What causes food waste?
There are numerous factors. For example, oversized
restaurant servings lead to excessive waste in fast food restaurants
and sit-down eateries. Fruits and vegetables that are considered too
small, too large, or visually unappealing are tossed out by retailers.
And when crops are no longer profitable to harvest, farmers often leave fields
On the consumer side, a lot of confusion exists
about the freshness dates on packaged foods, and people sometimes throw out
items prematurely. The largest segment of food waste comes from
households allowing food to go bad.
By Wasting Food, We’re Throwing Out A Lot of Nutrition
Not only is food not being used, but a lot of
nutrients are lost as well.
Fruits and vegetables (including roots and tubers) are
being sent to landfills more than any other type of food.
All in all, we’re throwing out a lot of nutrients that
people need to nourish themselves and be healthy — when eating them could help
lead to lower rates of disease and other health challenges. (In particular,
Americans under-consume fiber, and the
fiber we waste through discarded food could fill the gap for over 200 million adult women.)
Food Waste Is A Tremendous Economic Waste
When food is wasted, it’s like burying money in the
According to the Food Loss & Waste Protocol, about
940 billion dollars are lost each year globally, due to the huge level of
inefficiency in food distribution and consumption.
Also, excessive demand for food we don’t even eat drives up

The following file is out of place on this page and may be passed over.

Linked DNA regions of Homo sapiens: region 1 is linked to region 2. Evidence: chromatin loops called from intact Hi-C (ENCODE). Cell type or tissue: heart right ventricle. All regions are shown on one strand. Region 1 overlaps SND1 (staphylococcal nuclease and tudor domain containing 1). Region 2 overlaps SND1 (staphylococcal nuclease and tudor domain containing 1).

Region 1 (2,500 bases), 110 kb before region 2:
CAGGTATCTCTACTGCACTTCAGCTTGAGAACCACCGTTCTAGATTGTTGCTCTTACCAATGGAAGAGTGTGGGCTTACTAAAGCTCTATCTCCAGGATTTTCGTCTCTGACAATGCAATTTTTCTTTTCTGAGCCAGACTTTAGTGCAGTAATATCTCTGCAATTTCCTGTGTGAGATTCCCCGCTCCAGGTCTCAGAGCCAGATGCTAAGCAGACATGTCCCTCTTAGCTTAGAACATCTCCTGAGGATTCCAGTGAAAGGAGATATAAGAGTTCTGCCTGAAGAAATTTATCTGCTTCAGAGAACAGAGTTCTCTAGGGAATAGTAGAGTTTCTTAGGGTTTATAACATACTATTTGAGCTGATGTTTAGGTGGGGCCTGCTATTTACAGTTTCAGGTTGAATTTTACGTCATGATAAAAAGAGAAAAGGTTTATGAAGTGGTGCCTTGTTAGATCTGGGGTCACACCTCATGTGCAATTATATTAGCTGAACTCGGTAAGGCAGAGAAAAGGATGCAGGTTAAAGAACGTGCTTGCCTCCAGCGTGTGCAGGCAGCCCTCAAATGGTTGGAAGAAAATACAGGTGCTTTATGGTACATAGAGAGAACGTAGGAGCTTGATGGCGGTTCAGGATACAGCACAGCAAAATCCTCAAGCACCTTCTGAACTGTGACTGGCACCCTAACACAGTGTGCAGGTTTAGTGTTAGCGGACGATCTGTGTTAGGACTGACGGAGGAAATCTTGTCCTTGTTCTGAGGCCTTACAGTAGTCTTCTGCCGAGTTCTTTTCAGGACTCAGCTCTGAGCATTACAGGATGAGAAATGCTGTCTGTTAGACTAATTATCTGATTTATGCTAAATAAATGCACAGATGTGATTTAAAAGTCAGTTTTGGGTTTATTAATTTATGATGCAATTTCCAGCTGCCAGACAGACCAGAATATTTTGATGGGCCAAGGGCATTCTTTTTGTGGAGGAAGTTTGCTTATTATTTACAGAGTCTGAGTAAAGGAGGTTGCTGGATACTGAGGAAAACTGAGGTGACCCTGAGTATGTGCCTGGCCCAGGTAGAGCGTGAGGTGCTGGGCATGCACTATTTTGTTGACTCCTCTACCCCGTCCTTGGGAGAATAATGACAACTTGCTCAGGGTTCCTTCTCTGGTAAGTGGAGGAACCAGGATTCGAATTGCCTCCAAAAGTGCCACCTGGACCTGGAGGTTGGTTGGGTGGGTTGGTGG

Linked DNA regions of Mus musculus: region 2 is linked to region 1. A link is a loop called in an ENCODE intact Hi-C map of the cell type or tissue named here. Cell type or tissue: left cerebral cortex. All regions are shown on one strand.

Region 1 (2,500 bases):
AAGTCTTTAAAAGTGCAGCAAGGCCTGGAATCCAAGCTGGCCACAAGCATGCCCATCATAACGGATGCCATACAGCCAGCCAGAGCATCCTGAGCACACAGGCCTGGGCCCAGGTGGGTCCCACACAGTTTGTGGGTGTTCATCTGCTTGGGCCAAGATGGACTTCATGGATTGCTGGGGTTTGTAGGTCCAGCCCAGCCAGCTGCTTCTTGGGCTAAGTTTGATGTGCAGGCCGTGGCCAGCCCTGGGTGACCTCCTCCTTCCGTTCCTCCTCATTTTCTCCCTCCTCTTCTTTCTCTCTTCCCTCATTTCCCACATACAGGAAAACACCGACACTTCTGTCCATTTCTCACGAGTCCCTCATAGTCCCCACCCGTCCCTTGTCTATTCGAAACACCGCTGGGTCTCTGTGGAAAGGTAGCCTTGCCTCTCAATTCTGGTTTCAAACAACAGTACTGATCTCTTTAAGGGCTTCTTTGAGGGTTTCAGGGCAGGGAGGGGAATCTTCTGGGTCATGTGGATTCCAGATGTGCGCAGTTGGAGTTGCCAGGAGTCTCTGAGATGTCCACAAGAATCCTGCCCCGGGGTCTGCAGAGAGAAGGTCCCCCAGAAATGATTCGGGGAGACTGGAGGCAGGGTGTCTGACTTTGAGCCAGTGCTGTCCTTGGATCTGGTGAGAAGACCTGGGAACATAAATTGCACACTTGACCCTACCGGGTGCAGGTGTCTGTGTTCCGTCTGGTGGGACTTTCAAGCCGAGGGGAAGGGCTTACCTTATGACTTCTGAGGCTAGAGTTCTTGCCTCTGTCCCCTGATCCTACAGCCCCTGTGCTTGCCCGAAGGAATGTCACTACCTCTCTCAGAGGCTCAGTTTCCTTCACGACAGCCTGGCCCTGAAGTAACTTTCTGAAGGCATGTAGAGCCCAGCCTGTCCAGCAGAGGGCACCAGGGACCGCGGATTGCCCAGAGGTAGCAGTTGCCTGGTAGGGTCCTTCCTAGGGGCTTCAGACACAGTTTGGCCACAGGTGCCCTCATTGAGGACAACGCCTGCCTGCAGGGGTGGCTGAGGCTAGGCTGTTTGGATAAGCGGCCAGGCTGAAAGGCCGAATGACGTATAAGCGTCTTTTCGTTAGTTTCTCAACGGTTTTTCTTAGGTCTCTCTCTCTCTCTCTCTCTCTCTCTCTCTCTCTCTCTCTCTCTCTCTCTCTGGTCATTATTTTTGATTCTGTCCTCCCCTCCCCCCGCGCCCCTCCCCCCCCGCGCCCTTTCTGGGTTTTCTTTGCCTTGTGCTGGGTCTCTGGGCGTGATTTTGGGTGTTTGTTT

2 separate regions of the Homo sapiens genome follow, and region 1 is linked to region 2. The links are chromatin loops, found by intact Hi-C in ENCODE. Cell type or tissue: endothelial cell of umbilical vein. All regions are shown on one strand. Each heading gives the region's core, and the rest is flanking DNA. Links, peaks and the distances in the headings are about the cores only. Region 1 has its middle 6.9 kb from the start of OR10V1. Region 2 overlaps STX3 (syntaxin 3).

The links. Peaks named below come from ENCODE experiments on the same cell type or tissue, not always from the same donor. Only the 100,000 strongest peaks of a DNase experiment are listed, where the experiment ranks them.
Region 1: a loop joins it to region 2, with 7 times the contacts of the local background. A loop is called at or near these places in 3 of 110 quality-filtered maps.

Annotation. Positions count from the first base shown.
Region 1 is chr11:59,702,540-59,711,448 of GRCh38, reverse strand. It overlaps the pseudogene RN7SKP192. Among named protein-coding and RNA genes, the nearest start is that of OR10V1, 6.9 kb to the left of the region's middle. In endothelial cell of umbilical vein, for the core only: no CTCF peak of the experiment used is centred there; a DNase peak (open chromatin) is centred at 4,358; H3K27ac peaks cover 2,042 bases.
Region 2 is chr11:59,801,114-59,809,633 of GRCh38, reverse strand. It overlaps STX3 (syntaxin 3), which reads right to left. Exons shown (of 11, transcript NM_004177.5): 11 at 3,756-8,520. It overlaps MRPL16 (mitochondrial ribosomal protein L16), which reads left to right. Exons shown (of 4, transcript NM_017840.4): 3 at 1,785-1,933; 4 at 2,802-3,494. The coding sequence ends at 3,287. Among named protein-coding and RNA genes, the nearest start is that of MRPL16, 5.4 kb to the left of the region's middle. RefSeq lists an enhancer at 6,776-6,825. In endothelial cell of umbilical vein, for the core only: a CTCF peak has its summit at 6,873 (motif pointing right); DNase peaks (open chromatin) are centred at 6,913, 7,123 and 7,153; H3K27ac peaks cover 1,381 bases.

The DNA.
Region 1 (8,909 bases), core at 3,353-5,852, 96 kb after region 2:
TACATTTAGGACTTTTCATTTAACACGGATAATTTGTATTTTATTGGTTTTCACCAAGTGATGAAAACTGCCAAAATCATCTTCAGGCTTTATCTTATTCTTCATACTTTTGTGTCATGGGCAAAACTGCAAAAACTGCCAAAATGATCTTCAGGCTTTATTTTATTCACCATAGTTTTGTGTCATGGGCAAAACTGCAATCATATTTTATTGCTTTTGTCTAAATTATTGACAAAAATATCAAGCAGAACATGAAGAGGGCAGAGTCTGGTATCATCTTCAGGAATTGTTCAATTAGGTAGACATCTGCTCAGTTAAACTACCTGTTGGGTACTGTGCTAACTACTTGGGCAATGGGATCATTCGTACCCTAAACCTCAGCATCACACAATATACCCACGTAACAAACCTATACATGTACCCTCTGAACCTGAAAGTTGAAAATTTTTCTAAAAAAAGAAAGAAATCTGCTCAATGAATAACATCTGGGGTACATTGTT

prices, making food more expensive for everyone, including the
But as bad as the problem is — that’s also how much better
things could be with a change! In 2017, the World Resources Institute analyzed
700 companies across a variety of food industries in the United States and 16
other countries. They found that for every dollar, on average, the
companies spent cutting food waste, they saw a $14 savings in operating costs.
On a more personal level, individuals and families could have
more money in their pockets if they didn’t waste food. In Britain, each
family discards, on average, 700 pounds, or $1,170,
worth of food each year. That could provide for more than 250 pounds of
at $4 per pound!
Food Waste Is Also an Environmental Disaster
Food is the number one addition to landfills. But it may seem like
throwing food into landfills is no big deal. After all — food is biodegradable,
It’s true that food itself is biodegradable, but it’s usually in plastic garbage bags and buried deep beneath
other waste. This dark, cramped, and oxygen-starved environment drastically
slows the rate of decomposition.
Because the food in landfills is
deprived of oxygen (and insects), it barely breaks down.
And much worse, as it slowly decays, this food releases climate-damaging
According to the U.S. Environmental Protection
Agency, methane is 25 times more harmful than carbon
dioxide over a 100-year period, and landfills account for 16%
of all methane emissions in the U.S.
When the Food and Agriculture
Organization of the United Nations (FAO) analyzed food and climate change, the
organization concluded that if food waste were its own
country, it would be the third largest emitter of greenhouse gases.
In addition, for the food encased in
plastic, the nutrients may not return to the soil for many hundreds of
While a few landfills have implemented composting, most of them still don’t do
If food waste were its own
country, it would be the third largest emitter of greenhouse gases.
Throwing food away also wastes
resources used in production including land, water, energy, labor, and capital.
According to a 2013 analysis by the
FAO, the land devoted to producing wasted food would be the
second-largest country in the world.
Producing more food than we need
also places croplands under pressure to over-produce, fueling increased
use of pesticides and unsustainable practices that increase yield but